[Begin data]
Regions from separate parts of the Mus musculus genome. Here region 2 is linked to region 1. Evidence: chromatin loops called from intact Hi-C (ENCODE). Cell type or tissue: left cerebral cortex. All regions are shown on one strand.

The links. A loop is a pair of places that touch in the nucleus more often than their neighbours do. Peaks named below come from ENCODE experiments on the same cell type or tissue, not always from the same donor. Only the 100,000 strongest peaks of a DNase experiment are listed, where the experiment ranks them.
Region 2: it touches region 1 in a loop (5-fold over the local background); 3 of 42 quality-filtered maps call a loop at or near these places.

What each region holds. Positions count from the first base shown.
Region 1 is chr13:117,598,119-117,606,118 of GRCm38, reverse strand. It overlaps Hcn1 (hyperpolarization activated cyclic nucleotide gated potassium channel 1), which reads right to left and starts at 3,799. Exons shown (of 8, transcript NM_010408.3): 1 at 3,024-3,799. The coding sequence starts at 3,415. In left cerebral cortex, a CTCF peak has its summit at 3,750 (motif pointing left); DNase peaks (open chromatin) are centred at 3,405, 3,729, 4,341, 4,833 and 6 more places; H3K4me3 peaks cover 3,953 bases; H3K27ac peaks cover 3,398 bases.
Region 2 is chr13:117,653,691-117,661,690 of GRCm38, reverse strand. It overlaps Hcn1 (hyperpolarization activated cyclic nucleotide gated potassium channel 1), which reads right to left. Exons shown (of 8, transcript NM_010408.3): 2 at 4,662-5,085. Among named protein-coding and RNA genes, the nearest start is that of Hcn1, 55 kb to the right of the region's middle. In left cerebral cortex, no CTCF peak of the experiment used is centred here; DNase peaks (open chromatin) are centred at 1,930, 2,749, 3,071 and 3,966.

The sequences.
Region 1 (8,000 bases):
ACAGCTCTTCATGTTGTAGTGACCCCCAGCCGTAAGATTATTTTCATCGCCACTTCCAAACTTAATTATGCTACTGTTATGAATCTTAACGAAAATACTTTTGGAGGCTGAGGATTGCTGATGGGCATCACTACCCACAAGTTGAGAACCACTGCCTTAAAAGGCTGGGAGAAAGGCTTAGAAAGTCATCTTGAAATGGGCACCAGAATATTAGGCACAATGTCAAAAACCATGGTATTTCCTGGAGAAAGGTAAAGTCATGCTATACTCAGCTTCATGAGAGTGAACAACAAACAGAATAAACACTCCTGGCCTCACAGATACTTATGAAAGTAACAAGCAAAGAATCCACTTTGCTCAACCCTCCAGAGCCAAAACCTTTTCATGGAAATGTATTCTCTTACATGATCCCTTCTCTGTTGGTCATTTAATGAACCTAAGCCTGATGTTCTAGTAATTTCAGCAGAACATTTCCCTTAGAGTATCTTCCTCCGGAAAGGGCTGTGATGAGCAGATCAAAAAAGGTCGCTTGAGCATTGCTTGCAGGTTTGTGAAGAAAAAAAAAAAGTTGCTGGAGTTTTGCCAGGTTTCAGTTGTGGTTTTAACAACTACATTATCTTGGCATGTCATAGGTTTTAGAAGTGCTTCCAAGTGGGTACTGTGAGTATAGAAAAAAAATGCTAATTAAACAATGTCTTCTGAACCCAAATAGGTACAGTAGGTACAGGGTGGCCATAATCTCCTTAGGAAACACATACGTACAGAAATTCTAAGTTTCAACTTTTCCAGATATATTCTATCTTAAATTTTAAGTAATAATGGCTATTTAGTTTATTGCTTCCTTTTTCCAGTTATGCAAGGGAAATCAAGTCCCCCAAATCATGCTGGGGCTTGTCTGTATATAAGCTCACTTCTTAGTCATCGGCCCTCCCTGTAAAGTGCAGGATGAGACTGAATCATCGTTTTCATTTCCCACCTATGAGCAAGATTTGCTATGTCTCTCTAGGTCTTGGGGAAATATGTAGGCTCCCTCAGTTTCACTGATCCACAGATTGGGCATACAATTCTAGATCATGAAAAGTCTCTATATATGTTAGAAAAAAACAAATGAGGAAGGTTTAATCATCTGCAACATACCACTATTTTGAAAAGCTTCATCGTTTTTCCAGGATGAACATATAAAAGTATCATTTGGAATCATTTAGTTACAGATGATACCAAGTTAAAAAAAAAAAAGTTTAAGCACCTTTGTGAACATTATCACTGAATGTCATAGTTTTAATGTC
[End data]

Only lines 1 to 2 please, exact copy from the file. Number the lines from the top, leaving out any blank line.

Regions from separate parts of the Mus musculus genome. Here region 2 is linked to region 1. Evidence: chromatin loops called from intact Hi-C (ENCODE). Cell type or tissue: left cerebral cortex. All regions are shown on one strand.

The links. A loop is a pair of places that touch in the nucleus more often than their neighbours do. Peaks named below come from ENCODE experiments on the same cell type or tissue, not always from the same donor. Only the 100,000 strongest peaks of a DNase experiment are listed, where the experiment ranks them.